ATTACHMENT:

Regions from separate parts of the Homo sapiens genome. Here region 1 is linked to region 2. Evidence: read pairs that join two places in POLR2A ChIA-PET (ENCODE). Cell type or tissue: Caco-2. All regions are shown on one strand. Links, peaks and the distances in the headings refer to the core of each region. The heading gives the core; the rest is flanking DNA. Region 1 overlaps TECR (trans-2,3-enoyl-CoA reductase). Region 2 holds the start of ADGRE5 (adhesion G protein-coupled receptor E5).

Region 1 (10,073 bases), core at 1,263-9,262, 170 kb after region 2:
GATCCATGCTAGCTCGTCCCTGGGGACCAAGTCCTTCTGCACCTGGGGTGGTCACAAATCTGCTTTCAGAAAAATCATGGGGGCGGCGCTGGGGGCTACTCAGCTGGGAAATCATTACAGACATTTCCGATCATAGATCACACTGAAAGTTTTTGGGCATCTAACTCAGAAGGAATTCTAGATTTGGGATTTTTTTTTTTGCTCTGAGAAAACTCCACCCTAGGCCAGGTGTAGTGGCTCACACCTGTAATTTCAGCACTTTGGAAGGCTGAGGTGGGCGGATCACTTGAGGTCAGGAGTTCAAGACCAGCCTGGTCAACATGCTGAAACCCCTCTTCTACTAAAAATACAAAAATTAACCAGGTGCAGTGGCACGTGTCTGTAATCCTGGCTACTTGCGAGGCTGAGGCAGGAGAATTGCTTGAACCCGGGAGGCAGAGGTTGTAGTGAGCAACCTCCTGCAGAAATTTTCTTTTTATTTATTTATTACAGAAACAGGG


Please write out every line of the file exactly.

Regions from separate parts of the Homo sapiens genome. Here region 1 is linked to region 2. Evidence: read pairs that join two places in POLR2A ChIA-PET (ENCODE). Cell type or tissue: Caco-2. All regions are shown on one strand. Links, peaks and the distances in the headings refer to the core of each region. The heading gives the core; the rest is flanking DNA. Region 1 overlaps TECR (trans-2,3-enoyl-CoA reductase). Region 2 holds the start of ADGRE5 (adhesion G protein-coupled receptor E5).

Region 1 (10,073 bases), core at 1,263-9,262, 170 kb after region 2:
GATCCATGCTAGCTCGTCCCTGGGGACCAAGTCCTTCTGCACCTGGGGTGGTCACAAATCTGCTTTCAGAAAAATCATGGGGGCGGCGCTGGGGGCTACTCAGCTGGGAAATCATTACAGACATTTCCGATCATAGATCACACTGAAAGTTTTTGGGCATCTAACTCAGAAGGAATTCTAGATTTGGGATTTTTTTTTTTGCTCTGAGAAAACTCCACCCTAGGCCAGGTGTAGTGGCTCACACCTGTAATTTCAGCACTTTGGAAGGCTGAGGTGGGCGGATCACTTGAGGTCAGGAGTTCAAGACCAGCCTGGTCAACATGCTGAAACCCCTCTTCTACTAAAAATACAAAAATTAACCAGGTGCAGTGGCACGTGTCTGTAATCCTGGCTACTTGCGAGGCTGAGGCAGGAGAATTGCTTGAACCCGGGAGGCAGAGGTTGTAGTGAGCAACCTCCTGCAGAAATTTTCTTTTTATTTATTTATTACAGAAACAGGG